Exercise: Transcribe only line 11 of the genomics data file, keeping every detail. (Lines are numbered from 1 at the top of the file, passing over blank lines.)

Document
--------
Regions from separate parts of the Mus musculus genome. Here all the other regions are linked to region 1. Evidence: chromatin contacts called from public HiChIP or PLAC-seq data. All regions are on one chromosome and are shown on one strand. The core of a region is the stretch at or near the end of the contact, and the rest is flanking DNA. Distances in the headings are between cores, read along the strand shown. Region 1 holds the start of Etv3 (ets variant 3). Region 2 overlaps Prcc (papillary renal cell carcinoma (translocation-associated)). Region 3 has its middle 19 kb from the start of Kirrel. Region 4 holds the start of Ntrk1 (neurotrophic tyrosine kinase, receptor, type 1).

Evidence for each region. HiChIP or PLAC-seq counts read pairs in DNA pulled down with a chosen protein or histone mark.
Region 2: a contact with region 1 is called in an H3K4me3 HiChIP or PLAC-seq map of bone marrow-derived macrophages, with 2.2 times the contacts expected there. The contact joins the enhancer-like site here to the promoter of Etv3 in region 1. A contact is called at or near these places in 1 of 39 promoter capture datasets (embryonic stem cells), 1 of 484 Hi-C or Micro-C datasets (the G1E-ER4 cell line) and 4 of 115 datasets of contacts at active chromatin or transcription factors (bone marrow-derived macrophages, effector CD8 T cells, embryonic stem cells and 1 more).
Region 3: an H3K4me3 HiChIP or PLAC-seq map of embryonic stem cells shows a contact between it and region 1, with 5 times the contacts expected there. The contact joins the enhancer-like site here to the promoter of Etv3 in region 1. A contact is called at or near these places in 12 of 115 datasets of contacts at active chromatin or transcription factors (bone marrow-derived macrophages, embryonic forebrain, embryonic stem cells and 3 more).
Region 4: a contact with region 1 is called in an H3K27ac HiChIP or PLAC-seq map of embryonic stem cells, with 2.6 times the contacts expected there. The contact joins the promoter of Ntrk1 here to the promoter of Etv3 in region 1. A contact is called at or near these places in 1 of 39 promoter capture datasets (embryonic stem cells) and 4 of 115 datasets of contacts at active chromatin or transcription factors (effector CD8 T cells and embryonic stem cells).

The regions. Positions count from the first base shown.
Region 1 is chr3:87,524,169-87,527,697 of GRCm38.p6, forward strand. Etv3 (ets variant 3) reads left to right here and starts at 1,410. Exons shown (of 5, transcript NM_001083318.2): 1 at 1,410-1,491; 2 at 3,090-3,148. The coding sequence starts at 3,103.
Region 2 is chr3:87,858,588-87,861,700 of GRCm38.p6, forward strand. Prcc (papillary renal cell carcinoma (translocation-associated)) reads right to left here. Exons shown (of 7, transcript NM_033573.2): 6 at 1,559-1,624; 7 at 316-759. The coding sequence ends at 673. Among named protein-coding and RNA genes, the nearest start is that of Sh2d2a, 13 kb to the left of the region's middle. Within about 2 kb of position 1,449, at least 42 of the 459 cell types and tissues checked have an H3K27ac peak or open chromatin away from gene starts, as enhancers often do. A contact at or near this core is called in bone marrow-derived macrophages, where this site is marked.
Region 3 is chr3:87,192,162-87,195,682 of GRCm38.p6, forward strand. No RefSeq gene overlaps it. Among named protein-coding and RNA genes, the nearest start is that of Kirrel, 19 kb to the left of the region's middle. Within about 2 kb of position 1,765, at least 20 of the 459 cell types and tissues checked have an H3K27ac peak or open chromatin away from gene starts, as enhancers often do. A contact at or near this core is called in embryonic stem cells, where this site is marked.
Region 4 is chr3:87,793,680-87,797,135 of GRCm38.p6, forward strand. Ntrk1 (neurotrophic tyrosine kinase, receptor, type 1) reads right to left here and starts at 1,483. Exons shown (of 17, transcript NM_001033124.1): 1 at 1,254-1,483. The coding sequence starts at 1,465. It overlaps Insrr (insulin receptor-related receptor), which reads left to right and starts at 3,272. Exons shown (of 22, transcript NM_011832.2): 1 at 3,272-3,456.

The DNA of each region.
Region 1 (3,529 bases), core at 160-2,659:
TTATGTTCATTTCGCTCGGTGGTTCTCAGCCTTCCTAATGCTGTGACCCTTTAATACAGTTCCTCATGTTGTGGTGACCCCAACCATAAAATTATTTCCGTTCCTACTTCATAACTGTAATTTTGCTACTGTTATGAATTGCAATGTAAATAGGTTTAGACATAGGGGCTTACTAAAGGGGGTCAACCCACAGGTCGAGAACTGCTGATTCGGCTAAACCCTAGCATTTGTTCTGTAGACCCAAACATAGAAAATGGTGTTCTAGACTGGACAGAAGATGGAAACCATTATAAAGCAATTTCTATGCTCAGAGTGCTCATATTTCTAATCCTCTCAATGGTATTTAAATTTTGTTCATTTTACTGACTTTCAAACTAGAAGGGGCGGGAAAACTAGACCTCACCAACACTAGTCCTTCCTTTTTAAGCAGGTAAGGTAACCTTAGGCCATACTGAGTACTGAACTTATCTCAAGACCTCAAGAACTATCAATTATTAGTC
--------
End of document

The DNA of each region.